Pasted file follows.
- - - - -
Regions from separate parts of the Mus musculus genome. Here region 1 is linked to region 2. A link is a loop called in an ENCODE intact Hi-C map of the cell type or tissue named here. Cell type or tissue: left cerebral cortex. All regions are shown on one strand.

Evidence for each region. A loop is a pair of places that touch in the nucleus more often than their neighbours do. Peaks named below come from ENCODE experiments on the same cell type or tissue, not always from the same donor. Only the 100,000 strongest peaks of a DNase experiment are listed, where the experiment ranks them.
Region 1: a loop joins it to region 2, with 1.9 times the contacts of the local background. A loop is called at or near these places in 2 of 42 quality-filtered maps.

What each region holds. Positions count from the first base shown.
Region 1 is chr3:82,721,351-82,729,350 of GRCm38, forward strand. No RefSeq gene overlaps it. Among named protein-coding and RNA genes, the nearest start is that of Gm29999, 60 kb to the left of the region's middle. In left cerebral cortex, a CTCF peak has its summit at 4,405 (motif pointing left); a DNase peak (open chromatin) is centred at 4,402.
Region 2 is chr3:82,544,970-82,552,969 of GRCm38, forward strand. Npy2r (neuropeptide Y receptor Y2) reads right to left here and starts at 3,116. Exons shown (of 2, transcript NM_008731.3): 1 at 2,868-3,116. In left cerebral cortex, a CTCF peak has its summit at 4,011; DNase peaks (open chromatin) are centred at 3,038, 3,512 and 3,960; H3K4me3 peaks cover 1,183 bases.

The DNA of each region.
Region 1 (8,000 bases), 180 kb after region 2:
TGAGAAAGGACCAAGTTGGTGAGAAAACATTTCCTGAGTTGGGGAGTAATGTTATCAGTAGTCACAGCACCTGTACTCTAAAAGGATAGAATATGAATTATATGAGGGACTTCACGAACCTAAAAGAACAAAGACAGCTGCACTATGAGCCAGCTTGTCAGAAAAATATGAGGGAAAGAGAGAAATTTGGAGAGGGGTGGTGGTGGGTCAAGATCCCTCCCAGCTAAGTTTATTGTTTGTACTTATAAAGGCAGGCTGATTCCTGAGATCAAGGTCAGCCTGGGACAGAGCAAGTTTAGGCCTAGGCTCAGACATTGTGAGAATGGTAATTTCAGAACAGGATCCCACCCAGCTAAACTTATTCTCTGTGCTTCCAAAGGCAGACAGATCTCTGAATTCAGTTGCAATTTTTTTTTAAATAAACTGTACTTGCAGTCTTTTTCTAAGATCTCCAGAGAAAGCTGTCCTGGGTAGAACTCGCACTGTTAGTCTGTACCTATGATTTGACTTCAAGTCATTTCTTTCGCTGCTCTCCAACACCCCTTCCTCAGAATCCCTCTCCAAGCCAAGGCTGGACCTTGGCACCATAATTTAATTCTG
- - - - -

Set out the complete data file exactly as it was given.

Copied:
Regions from separate parts of the Mus musculus genome. Here region 1 is linked to region 2. A link is a loop called in an ENCODE intact Hi-C map of the cell type or tissue named here. Cell type or tissue: left cerebral cortex. All regions are shown on one strand.

Evidence for each region. A loop is a pair of places that touch in the nucleus more often than their neighbours do. Peaks named below come from ENCODE experiments on the same cell type or tissue, not always from the same donor. Only the 100,000 strongest peaks of a DNase experiment are listed, where the experiment ranks them.
Region 1: a loop joins it to region 2, with 1.9 times the contacts of the local background. A loop is called at or near these places in 2 of 42 quality-filtered maps.

What each region holds. Positions count from the first base shown.
Region 1 is chr3:82,721,351-82,729,350 of GRCm38, forward strand. No RefSeq gene overlaps it. Among named protein-coding and RNA genes, the nearest start is that of Gm29999, 60 kb to the left of the region's middle. In left cerebral cortex, a CTCF peak has its summit at 4,405 (motif pointing left); a DNase peak (open chromatin) is centred at 4,402.
Region 2 is chr3:82,544,970-82,552,969 of GRCm38, forward strand. Npy2r (neuropeptide Y receptor Y2) reads right to left here and starts at 3,116. Exons shown (of 2, transcript NM_008731.3): 1 at 2,868-3,116. In left cerebral cortex, a CTCF peak has its summit at 4,011; DNase peaks (open chromatin) are centred at 3,038, 3,512 and 3,960; H3K4me3 peaks cover 1,183 bases.

The DNA of each region.
Region 1 (8,000 bases), 180 kb after region 2:
TGAGAAAGGACCAAGTTGGTGAGAAAACATTTCCTGAGTTGGGGAGTAATGTTATCAGTAGTCACAGCACCTGTACTCTAAAAGGATAGAATATGAATTATATGAGGGACTTCACGAACCTAAAAGAACAAAGACAGCTGCACTATGAGCCAGCTTGTCAGAAAAATATGAGGGAAAGAGAGAAATTTGGAGAGGGGTGGTGGTGGGTCAAGATCCCTCCCAGCTAAGTTTATTGTTTGTACTTATAAAGGCAGGCTGATTCCTGAGATCAAGGTCAGCCTGGGACAGAGCAAGTTTAGGCCTAGGCTCAGACATTGTGAGAATGGTAATTTCAGAACAGGATCCCACCCAGCTAAACTTATTCTCTGTGCTTCCAAAGGCAGACAGATCTCTGAATTCAGTTGCAATTTTTTTTTAAATAAACTGTACTTGCAGTCTTTTTCTAAGATCTCCAGAGAAAGCTGTCCTGGGTAGAACTCGCACTGTTAGTCTGTACCTATGATTTGACTTCAAGTCATTTCTTTCGCTGCTCTCCAACACCCCTTCCTCAGAATCCCTCTCCAAGCCAAGGCTGGACCTTGGCACCATAATTTAATTCTG